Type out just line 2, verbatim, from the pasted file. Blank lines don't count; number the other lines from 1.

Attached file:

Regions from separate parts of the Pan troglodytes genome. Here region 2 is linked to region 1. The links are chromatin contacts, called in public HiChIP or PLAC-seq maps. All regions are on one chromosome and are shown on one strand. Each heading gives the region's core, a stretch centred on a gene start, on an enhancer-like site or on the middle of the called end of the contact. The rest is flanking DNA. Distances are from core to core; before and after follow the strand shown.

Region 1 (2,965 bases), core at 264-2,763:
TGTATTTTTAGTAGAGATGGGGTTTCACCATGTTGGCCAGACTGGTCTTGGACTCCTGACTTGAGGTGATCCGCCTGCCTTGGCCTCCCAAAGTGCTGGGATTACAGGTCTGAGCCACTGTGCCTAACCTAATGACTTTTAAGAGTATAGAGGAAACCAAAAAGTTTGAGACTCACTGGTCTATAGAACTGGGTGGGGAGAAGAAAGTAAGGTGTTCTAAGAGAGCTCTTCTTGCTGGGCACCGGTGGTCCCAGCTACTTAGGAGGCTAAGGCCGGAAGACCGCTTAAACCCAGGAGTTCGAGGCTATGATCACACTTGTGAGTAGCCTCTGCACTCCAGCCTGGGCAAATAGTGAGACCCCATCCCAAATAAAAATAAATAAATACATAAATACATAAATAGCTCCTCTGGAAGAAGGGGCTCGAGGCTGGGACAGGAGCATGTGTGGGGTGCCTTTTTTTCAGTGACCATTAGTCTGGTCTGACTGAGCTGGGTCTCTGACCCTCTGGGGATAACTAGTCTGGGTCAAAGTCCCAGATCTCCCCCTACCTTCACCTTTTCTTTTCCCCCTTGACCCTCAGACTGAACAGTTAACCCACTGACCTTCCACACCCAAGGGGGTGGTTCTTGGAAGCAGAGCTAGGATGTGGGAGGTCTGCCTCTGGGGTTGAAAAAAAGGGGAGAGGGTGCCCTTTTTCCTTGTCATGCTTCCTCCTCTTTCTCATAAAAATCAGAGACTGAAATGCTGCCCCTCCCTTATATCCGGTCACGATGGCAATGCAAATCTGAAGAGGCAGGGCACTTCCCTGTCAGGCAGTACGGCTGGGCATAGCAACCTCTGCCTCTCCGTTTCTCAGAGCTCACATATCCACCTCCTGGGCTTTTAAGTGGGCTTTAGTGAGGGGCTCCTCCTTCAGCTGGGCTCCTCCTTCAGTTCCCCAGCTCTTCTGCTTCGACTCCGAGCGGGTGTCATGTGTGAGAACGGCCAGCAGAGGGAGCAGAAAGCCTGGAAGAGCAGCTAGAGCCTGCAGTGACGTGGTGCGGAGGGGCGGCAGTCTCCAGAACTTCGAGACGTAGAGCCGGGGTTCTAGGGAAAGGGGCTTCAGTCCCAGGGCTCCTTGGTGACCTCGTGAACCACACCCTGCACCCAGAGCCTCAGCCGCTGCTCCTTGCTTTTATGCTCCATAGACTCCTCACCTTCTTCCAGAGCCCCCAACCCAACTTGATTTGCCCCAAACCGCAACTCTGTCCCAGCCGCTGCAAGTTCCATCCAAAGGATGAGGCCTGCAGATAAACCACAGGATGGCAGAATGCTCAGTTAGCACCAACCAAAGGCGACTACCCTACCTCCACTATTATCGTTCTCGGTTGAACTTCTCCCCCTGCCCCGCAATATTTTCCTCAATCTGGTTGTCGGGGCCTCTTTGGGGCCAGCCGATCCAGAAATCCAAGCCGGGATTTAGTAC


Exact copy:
Region 1 (2,965 bases), core at 264-2,763: